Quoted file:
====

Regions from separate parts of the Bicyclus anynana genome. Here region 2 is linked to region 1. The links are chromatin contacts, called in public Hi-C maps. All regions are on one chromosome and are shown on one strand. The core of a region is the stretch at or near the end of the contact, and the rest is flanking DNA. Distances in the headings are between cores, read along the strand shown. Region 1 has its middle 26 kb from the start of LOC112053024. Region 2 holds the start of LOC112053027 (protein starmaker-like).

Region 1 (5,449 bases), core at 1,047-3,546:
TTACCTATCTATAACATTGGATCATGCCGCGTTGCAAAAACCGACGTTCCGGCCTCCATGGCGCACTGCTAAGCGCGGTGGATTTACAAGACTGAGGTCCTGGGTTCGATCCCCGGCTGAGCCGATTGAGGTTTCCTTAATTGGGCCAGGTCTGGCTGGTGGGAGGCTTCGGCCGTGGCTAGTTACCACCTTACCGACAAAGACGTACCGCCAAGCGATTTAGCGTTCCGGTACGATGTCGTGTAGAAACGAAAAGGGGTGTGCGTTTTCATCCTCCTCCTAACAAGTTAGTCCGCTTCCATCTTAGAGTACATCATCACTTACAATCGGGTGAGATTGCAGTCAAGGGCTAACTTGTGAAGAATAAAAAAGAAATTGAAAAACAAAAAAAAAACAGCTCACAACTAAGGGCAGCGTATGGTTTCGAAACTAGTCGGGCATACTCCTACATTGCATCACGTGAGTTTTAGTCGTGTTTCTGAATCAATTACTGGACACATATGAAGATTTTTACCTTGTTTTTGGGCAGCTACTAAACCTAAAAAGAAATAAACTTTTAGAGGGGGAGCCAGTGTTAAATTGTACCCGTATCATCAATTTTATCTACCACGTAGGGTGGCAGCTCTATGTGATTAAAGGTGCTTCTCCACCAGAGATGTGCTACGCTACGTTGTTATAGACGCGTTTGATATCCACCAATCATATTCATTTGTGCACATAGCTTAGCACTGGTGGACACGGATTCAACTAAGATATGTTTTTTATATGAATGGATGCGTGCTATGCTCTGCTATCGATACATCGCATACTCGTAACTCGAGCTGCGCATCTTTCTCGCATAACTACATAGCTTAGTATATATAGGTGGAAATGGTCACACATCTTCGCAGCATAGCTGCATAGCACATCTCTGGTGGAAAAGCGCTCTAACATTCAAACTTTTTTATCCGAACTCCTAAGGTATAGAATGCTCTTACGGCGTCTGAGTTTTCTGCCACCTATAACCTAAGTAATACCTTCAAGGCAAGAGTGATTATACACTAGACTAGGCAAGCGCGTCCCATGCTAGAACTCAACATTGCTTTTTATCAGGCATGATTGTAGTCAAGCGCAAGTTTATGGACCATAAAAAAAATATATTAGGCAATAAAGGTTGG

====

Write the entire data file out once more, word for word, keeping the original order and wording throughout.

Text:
Regions from separate parts of the Bicyclus anynana genome. Here region 2 is linked to region 1. The links are chromatin contacts, called in public Hi-C maps. All regions are on one chromosome and are shown on one strand. The core of a region is the stretch at or near the end of the contact, and the rest is flanking DNA. Distances in the headings are between cores, read along the strand shown. Region 1 has its middle 26 kb from the start of LOC112053024. Region 2 holds the start of LOC112053027 (protein starmaker-like).

Region 1 (5,449 bases), core at 1,047-3,546:
TTACCTATCTATAACATTGGATCATGCCGCGTTGCAAAAACCGACGTTCCGGCCTCCATGGCGCACTGCTAAGCGCGGTGGATTTACAAGACTGAGGTCCTGGGTTCGATCCCCGGCTGAGCCGATTGAGGTTTCCTTAATTGGGCCAGGTCTGGCTGGTGGGAGGCTTCGGCCGTGGCTAGTTACCACCTTACCGACAAAGACGTACCGCCAAGCGATTTAGCGTTCCGGTACGATGTCGTGTAGAAACGAAAAGGGGTGTGCGTTTTCATCCTCCTCCTAACAAGTTAGTCCGCTTCCATCTTAGAGTACATCATCACTTACAATCGGGTGAGATTGCAGTCAAGGGCTAACTTGTGAAGAATAAAAAAGAAATTGAAAAACAAAAAAAAAACAGCTCACAACTAAGGGCAGCGTATGGTTTCGAAACTAGTCGGGCATACTCCTACATTGCATCACGTGAGTTTTAGTCGTGTTTCTGAATCAATTACTGGACACATATGAAGATTTTTACCTTGTTTTTGGGCAGCTACTAAACCTAAAAAGAAATAAACTTTTAGAGGGGGAGCCAGTGTTAAATTGTACCCGTATCATCAATTTTATCTACCACGTAGGGTGGCAGCTCTATGTGATTAAAGGTGCTTCTCCACCAGAGATGTGCTACGCTACGTTGTTATAGACGCGTTTGATATCCACCAATCATATTCATTTGTGCACATAGCTTAGCACTGGTGGACACGGATTCAACTAAGATATGTTTTTTATATGAATGGATGCGTGCTATGCTCTGCTATCGATACATCGCATACTCGTAACTCGAGCTGCGCATCTTTCTCGCATAACTACATAGCTTAGTATATATAGGTGGAAATGGTCACACATCTTCGCAGCATAGCTGCATAGCACATCTCTGGTGGAAAAGCGCTCTAACATTCAAACTTTTTTATCCGAACTCCTAAGGTATAGAATGCTCTTACGGCGTCTGAGTTTTCTGCCACCTATAACCTAAGTAATACCTTCAAGGCAAGAGTGATTATACACTAGACTAGGCAAGCGCGTCCCATGCTAGAACTCAACATTGCTTTTTATCAGGCATGATTGTAGTCAAGCGCAAGTTTATGGACCATAAAAAAAATATATTAGGCAATAAAGGTTGG